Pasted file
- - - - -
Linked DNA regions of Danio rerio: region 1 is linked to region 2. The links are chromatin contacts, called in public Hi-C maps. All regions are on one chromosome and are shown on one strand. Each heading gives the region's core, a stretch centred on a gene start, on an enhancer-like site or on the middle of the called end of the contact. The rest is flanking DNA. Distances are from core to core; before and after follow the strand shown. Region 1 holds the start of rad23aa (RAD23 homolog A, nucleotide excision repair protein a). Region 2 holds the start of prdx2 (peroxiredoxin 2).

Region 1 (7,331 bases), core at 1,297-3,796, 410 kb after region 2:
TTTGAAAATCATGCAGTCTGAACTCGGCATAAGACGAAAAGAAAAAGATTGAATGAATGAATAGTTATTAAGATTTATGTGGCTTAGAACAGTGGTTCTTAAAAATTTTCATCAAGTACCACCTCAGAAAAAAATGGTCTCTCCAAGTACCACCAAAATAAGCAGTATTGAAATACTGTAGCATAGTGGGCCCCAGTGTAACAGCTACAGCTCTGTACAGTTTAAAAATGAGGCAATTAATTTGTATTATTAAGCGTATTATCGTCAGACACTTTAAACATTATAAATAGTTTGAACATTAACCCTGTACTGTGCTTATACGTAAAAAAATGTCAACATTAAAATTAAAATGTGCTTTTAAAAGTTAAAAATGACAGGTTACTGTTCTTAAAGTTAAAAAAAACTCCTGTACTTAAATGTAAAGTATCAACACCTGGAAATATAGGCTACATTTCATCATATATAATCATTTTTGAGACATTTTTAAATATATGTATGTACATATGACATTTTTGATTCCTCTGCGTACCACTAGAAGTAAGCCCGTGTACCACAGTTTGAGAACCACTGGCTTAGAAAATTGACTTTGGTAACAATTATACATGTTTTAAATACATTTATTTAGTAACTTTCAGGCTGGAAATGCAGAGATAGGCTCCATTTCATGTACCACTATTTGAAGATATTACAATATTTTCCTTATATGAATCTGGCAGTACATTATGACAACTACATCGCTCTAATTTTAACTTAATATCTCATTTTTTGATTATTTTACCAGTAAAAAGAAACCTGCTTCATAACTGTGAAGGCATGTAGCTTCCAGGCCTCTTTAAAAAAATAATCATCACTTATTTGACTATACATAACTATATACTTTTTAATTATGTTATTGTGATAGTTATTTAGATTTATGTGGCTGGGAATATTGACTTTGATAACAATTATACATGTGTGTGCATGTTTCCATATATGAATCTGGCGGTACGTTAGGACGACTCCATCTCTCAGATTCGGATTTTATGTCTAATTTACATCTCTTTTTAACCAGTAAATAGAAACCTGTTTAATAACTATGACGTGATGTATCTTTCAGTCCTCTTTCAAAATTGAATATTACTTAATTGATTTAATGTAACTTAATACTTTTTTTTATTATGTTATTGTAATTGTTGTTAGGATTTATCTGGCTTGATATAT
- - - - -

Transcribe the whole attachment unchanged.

Linked DNA regions of Danio rerio: region 1 is linked to region 2. The links are chromatin contacts, called in public Hi-C maps. All regions are on one chromosome and are shown on one strand. Each heading gives the region's core, a stretch centred on a gene start, on an enhancer-like site or on the middle of the called end of the contact. The rest is flanking DNA. Distances are from core to core; before and after follow the strand shown. Region 1 holds the start of rad23aa (RAD23 homolog A, nucleotide excision repair protein a). Region 2 holds the start of prdx2 (peroxiredoxin 2).

Region 1 (7,331 bases), core at 1,297-3,796, 410 kb after region 2:
TTTGAAAATCATGCAGTCTGAACTCGGCATAAGACGAAAAGAAAAAGATTGAATGAATGAATAGTTATTAAGATTTATGTGGCTTAGAACAGTGGTTCTTAAAAATTTTCATCAAGTACCACCTCAGAAAAAAATGGTCTCTCCAAGTACCACCAAAATAAGCAGTATTGAAATACTGTAGCATAGTGGGCCCCAGTGTAACAGCTACAGCTCTGTACAGTTTAAAAATGAGGCAATTAATTTGTATTATTAAGCGTATTATCGTCAGACACTTTAAACATTATAAATAGTTTGAACATTAACCCTGTACTGTGCTTATACGTAAAAAAATGTCAACATTAAAATTAAAATGTGCTTTTAAAAGTTAAAAATGACAGGTTACTGTTCTTAAAGTTAAAAAAAACTCCTGTACTTAAATGTAAAGTATCAACACCTGGAAATATAGGCTACATTTCATCATATATAATCATTTTTGAGACATTTTTAAATATATGTATGTACATATGACATTTTTGATTCCTCTGCGTACCACTAGAAGTAAGCCCGTGTACCACAGTTTGAGAACCACTGGCTTAGAAAATTGACTTTGGTAACAATTATACATGTTTTAAATACATTTATTTAGTAACTTTCAGGCTGGAAATGCAGAGATAGGCTCCATTTCATGTACCACTATTTGAAGATATTACAATATTTTCCTTATATGAATCTGGCAGTACATTATGACAACTACATCGCTCTAATTTTAACTTAATATCTCATTTTTTGATTATTTTACCAGTAAAAAGAAACCTGCTTCATAACTGTGAAGGCATGTAGCTTCCAGGCCTCTTTAAAAAAATAATCATCACTTATTTGACTATACATAACTATATACTTTTTAATTATGTTATTGTGATAGTTATTTAGATTTATGTGGCTGGGAATATTGACTTTGATAACAATTATACATGTGTGTGCATGTTTCCATATATGAATCTGGCGGTACGTTAGGACGACTCCATCTCTCAGATTCGGATTTTATGTCTAATTTACATCTCTTTTTAACCAGTAAATAGAAACCTGTTTAATAACTATGACGTGATGTATCTTTCAGTCCTCTTTCAAAATTGAATATTACTTAATTGATTTAATGTAACTTAATACTTTTTTTTATTATGTTATTGTAATTGTTGTTAGGATTTATCTGGCTTGATATAT